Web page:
The “Survival Guide” column (titled “Orangutan to the Rescue”) of the April 2013 of National Geographic had this tidbit about butterflies:
There was much to admire off-trail — passing humans hadn’t disturbed these parts of the rain forest yet. At one point I saw a shimmering metallic blue pool in an opening. I moved closer and it vibrated, and hundreds of butterflies took wing. What I saw in their place was the sea of pig feces that had so interested them moments before.
Yes, butterflies — like little girls — are not all sugar and spice and all things nice. They are commonly regarded as beautiful, dainty creatures flitting delicately around flowers in perfumed gardens and living on their nectar. But there are butterflies that love sweat, mud, animal tears — and yes, feces. The link to “mud puddling” below has the gory details.
Mud Puddling, which refers to settling on damp soil in clusters to suck up nutrients, is seen in many butterflies. I first witnessed this phenomenon at the Thommankuthu falls last month, and took the following photos.
In one butterfly book I own (Butterflies of Peninsular India by K. Kunte, Universities Press, 2000), the Baron is described as follows:
It is a habitual alcoholic. It is not attracted to any flowers at all. Instead, it greatly relishes fallen, rotting fruits that are rich in alcohol.
I have observed this alcohol-loving behavior of the Baron, which used to be abundant near the mango tree in the compound of the office I worked in earlier. The caterpillars of the Baron feed on the leaves of the mango tree, and so will usually be found near it. The photo at the top of this post shows the Baron slurping away at a rotten mango. I took the picture below the mango tree in our office compound.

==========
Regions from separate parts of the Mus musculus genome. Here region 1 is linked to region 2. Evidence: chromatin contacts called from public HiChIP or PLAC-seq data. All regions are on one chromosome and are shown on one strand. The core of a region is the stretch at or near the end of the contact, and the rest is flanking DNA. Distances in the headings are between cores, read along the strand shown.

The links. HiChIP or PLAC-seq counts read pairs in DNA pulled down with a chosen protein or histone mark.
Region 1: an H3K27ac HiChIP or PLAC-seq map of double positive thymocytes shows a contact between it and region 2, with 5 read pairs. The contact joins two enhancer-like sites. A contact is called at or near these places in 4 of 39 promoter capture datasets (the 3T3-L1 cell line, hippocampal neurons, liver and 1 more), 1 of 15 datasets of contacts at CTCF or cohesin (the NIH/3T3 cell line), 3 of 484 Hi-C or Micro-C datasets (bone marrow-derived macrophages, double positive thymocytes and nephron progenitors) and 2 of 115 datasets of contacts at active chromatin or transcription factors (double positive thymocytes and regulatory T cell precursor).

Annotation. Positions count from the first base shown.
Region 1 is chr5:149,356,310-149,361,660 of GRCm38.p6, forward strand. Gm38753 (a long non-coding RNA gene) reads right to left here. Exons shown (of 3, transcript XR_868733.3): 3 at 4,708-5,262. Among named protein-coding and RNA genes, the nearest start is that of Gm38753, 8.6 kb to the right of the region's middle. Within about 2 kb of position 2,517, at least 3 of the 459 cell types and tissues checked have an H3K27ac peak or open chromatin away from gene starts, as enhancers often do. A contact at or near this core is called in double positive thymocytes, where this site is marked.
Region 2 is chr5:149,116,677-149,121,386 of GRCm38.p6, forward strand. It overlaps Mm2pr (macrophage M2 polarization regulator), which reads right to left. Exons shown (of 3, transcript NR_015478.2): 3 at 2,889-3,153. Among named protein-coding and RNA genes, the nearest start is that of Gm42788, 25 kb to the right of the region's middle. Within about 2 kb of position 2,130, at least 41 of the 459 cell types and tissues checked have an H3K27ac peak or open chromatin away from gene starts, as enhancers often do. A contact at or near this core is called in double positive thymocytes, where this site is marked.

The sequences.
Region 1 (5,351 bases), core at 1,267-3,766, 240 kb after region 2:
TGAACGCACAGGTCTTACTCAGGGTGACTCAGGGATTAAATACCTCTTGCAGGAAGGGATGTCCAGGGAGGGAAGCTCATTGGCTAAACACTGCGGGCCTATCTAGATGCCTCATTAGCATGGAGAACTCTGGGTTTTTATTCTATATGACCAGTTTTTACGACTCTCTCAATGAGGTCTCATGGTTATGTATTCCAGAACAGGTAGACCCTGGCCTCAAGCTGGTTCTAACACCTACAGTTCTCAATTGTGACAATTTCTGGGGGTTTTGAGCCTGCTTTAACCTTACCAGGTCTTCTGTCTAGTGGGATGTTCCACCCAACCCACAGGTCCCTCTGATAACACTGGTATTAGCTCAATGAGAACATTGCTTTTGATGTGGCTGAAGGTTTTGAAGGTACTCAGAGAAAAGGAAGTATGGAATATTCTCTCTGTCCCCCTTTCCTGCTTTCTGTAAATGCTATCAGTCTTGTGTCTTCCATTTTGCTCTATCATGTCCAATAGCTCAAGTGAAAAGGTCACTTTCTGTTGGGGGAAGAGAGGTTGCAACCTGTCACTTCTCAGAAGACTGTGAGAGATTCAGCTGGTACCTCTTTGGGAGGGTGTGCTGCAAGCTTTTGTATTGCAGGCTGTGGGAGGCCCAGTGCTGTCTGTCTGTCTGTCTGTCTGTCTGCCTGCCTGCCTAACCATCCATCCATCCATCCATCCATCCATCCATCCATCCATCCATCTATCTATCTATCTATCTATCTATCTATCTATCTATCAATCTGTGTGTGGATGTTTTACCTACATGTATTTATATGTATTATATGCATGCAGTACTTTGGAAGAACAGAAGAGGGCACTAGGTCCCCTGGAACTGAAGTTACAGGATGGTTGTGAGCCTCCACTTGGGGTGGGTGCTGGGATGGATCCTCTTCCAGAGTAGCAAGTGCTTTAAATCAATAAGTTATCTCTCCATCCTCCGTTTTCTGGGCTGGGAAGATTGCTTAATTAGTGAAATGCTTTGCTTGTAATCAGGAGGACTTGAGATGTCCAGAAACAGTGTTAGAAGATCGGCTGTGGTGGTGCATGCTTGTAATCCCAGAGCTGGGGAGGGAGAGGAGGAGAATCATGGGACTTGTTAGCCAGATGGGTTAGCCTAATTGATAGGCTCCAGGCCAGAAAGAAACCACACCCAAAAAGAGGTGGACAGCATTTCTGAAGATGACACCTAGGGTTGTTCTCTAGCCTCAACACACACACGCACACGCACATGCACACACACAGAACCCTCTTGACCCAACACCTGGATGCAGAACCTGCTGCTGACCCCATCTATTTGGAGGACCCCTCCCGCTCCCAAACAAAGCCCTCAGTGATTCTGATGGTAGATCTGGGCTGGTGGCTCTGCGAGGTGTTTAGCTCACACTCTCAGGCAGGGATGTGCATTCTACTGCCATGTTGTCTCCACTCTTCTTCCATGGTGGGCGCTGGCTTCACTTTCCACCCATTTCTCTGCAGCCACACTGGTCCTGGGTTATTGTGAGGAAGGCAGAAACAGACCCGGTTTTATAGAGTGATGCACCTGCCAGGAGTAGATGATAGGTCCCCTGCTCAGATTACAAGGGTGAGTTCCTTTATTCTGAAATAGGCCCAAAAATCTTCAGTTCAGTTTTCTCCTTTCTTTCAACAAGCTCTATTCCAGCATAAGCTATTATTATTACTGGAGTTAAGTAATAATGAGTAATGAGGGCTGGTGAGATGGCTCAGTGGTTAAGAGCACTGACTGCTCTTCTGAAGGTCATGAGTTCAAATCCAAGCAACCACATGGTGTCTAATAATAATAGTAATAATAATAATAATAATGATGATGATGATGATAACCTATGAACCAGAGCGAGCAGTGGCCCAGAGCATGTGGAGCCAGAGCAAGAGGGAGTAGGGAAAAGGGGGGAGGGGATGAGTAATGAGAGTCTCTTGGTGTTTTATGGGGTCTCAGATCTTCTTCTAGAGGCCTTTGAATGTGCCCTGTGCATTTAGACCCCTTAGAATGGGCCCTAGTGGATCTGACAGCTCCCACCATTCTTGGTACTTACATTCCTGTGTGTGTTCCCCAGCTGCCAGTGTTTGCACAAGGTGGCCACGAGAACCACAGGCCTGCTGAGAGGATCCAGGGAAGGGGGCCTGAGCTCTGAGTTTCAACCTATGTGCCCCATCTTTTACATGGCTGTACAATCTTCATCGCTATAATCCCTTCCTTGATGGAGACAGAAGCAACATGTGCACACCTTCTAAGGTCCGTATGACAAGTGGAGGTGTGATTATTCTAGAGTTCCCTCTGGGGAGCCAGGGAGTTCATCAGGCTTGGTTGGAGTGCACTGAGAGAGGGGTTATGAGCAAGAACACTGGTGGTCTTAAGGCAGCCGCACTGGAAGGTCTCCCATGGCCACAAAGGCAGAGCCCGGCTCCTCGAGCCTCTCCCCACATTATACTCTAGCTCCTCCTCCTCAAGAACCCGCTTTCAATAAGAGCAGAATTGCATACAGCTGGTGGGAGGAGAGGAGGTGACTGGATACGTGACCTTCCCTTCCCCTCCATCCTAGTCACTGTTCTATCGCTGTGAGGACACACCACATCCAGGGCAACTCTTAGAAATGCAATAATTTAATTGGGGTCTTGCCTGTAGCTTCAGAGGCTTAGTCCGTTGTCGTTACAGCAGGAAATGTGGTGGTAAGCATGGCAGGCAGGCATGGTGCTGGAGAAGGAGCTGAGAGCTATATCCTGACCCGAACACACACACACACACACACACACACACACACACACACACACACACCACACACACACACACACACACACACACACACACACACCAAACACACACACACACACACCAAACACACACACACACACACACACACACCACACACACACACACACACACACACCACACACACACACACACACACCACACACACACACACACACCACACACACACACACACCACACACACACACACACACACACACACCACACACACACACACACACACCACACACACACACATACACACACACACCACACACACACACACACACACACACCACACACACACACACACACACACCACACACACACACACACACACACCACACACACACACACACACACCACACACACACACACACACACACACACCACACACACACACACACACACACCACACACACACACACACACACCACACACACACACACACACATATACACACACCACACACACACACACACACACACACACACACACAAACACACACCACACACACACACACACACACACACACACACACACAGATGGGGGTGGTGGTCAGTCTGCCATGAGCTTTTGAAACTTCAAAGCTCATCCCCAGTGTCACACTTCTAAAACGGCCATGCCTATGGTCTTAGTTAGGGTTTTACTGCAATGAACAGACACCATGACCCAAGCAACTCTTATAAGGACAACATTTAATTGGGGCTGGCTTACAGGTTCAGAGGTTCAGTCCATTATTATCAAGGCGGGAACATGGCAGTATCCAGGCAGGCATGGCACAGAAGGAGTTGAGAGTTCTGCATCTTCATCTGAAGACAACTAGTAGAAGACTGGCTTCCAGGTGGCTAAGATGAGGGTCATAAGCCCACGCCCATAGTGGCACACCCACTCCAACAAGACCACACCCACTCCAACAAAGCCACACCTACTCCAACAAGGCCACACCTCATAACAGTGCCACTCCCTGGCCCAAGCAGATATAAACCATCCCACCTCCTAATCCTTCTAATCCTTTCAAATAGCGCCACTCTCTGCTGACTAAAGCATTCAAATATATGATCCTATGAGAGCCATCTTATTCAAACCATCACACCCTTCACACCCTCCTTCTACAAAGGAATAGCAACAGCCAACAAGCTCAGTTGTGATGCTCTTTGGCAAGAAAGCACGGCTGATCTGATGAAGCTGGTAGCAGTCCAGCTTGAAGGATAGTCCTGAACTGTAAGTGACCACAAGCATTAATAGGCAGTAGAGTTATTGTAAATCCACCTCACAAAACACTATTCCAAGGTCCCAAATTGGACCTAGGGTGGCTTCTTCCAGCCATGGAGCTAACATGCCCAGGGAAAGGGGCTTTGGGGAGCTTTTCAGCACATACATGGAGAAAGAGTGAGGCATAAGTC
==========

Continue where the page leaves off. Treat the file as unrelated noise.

By the way, the caterpillar and pupa of the Baron are a striking green color. Believe it or not, one of these caterpillars found its way to our office gate one day, made itself at home on it, and pupated right there. Unfortunately, I could not observe the butterfly emerging from the pupa, but could see it inside through the semi-transparent pupa, wings folded neatly, looking like a fetus in its womb, ready to begin life anew.
An office gate that is opened and closed dozens of times during the day is hardly an ideal location for a pupa. Maybe the caterpillar fell onto the gate from the mango tree overlooking it and developed a taste for iron.
Or maybe the mommy butterfly laid its eggs in an alcoholic haze. 🙂